Tuesday, 25 September 2012

How Early is Too Early for Travel Vaccinations?

Clare is the owner at The Travel Clinic in Glasgow and they are who I use whenever I need any travel vaccinations, and on a more personal note ( I highly recommend them too). 

I asked Clare how how far in advance of a trip travellers should get travel advice regarding vaccinations, and her reply was 6 - 8 weeks before you go. 

You should be getting advice at least 8 weeks beforehand, and then in the run up to your holiday, they can schedule in the different vaccinations so that they are not necessarily all given at the one time.

The jabs will be dependant on 

1. the country that you are travelling to
2. whether you have any existing medical conditions
3. whether you are taking any medication
4. whether you are or think you might be pregnant
5. and also if you have had, or how long ago you had previous vaccinations

When I was travelling to Kenya to visit the Sandstorm Kenya luggage office and factory (and I am was mainly staying just outside Nairobi), I needed Hepatitis A, Hepatitis B, Typhoid, Polio, Yellow Fever and my tetanus jag updated.

When I returned, I also got my booster jabs, which means I am covered for 10 years for most of the above.
There are also some common sense tips for staying healthy during your trip which I always try to follow:

Prevent Insect Bites

 Many diseases, like malaria, are spread through insect bites. One of the best protections is to prevent insect bites by:
 • Using insect repellent 

• Wearing long-sleeved shirts, long pants, and a hat outdoors.
• Remaining indoors in a screened or air-conditioned area during the peak biting period for malaria (dusk and dawn).
• Sleeping in beds covered by nets, if not sleeping in an air-conditioned room.
• Spraying rooms with products effective against flying insects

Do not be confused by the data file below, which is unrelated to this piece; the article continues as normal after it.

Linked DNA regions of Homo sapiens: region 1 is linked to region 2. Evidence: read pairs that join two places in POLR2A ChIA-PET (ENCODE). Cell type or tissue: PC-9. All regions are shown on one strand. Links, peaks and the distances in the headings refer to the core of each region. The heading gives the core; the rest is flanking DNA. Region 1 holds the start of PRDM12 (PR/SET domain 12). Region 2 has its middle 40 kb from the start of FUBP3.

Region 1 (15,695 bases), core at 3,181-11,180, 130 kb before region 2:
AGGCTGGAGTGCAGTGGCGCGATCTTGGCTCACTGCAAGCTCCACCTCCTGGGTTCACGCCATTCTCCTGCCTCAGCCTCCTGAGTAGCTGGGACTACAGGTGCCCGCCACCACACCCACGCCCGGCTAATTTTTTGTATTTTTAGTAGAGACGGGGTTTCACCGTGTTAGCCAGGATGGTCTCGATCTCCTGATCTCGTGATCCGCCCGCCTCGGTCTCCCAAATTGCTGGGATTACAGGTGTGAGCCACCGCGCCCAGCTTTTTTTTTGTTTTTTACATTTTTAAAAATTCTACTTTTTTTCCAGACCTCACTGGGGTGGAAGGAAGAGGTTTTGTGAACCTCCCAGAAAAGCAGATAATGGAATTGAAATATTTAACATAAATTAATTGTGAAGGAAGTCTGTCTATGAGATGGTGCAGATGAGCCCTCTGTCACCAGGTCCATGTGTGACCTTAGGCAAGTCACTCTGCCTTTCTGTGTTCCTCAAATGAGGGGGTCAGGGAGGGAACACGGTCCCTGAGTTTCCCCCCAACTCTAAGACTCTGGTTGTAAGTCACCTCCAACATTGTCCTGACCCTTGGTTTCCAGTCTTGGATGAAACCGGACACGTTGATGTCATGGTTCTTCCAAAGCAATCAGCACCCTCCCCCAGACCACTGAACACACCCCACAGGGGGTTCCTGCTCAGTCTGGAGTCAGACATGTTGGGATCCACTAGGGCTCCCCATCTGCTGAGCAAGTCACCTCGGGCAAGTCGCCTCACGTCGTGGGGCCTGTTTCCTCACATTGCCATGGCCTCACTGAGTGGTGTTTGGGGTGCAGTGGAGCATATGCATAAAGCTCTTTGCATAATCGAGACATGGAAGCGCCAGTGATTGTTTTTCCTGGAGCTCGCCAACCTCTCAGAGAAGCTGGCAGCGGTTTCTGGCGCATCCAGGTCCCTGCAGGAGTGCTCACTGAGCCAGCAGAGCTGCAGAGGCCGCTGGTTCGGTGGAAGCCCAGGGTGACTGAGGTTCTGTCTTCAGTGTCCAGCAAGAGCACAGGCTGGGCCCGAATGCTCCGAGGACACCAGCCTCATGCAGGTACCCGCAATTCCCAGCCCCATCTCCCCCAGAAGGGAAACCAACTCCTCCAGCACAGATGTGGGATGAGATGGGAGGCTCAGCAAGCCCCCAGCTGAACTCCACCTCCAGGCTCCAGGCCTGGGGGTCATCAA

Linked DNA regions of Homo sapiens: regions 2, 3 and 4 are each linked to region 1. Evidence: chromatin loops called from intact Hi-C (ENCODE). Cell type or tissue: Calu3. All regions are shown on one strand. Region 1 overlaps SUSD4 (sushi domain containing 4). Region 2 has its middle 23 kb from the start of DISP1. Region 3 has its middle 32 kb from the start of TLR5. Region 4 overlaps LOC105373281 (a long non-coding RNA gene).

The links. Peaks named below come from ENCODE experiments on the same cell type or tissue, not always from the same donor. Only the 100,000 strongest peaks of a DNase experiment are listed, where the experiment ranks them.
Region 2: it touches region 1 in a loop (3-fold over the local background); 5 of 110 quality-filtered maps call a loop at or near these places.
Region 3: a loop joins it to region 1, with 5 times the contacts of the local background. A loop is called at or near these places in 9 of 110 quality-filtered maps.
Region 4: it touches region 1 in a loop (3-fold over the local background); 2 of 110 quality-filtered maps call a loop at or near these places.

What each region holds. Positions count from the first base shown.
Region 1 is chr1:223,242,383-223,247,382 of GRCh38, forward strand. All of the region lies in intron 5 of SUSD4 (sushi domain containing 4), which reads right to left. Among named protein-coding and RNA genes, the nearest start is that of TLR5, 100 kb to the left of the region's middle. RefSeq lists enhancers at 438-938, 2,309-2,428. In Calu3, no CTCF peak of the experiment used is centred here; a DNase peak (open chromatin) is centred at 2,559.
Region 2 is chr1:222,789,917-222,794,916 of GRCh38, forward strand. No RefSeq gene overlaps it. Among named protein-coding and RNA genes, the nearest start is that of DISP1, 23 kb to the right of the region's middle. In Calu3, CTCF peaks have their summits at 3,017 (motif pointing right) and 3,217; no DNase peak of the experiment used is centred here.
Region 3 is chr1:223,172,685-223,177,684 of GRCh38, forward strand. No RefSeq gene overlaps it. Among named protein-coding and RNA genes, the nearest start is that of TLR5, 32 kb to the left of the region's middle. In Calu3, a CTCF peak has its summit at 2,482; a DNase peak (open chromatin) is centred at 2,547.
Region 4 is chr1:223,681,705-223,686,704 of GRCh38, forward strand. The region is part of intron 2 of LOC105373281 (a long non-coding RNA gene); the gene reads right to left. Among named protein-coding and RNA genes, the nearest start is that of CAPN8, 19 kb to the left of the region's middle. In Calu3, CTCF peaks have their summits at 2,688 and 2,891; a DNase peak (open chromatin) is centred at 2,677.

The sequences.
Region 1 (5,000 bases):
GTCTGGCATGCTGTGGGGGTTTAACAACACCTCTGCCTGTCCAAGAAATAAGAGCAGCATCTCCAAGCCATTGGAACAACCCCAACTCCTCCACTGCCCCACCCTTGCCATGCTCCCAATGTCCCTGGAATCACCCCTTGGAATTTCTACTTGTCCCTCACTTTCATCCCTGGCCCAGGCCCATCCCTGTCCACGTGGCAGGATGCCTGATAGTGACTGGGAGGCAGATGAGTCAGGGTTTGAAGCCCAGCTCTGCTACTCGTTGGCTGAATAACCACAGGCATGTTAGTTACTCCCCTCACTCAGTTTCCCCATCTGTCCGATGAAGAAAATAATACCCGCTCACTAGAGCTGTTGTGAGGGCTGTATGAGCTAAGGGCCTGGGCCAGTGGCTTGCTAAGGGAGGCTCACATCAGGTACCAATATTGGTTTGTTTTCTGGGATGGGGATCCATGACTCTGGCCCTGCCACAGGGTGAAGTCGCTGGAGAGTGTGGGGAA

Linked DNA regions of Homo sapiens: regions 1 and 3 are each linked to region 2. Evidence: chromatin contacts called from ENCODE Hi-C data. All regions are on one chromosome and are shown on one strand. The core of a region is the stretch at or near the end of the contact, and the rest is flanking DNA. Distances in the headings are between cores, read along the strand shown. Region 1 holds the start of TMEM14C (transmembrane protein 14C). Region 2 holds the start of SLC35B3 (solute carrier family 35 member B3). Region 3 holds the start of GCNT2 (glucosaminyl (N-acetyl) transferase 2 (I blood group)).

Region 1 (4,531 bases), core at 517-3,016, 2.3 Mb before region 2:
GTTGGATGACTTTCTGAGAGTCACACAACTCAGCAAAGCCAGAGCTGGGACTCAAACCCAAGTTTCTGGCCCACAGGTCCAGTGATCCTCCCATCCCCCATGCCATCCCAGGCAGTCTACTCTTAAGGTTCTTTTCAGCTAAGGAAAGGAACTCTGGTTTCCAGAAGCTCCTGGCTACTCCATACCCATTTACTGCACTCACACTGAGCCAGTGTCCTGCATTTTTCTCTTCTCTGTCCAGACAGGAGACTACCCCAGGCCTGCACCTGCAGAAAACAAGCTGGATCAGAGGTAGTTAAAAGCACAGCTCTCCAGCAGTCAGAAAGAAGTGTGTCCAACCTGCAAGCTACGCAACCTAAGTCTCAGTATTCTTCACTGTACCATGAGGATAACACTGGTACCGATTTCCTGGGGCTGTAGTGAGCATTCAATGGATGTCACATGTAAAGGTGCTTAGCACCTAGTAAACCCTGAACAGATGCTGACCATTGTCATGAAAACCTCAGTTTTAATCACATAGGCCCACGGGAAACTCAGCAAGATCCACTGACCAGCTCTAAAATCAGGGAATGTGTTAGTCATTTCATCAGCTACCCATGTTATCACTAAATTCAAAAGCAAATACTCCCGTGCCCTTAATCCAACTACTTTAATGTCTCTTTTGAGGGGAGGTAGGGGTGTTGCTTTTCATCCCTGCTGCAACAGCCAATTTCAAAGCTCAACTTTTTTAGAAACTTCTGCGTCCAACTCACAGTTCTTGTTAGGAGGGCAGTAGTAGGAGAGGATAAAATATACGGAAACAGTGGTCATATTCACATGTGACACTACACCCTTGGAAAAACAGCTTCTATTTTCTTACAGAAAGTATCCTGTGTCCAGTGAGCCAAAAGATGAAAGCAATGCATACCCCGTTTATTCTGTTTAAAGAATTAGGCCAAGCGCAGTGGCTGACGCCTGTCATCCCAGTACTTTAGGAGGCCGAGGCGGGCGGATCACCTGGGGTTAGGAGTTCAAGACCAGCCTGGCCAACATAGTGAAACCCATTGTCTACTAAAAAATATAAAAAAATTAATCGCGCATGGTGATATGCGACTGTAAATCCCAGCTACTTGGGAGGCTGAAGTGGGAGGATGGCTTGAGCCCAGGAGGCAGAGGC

Prevent Animal Bites and Scratches

Direct contact with animals can spread diseases like rabies. It is important to try and prevent animal bites and scratches.

•Be sure tetanus vaccination is up to date.
•Do not touch or feed any animals, including dogs and cats. Even animals that look like healthy pets can have rabies or other diseases.
•Help children stay safe by supervising them carefully around all animals.
•If you are bitten or scratched, wash the wound well with soap and water and go to a doctor right away.
•After your trip, be sure to tell your doctor if you were bitten or scratched during travel.

Be Careful about Food and Water

Diseases from food and water are one of the leading cause of illness in travellers. Follow these tips for safe eating and drinking:
 •Wash your hands often with soap and water, especially before eating.  If soap and water are not available, use an alcohol-based hand gel

•Drink only bottled or boiled water, or carbonated (bubbly) drinks in cans or bottles.  
Avoid tap water, fountain drinks, and ice cubes.  If this is not possible, learn how to make water safer to drink.
•Make sure food is fully cooked..

Avoid Injuries

Car crashes are one of the leading causes of injury among travellers. Protect yourself from these injuries by:

•Do not drinking and drive.
•Wearing your seat belt and using car seats or booster seats in the backseat for children.
•Follow local traffic laws.
•Wearing helmets when you ride bikes, motorcycles, and motor bikes.
•Not getting on an overloaded bus or mini-bus.
•Hiring a local driver, when possible.
•Avoiding night driving.



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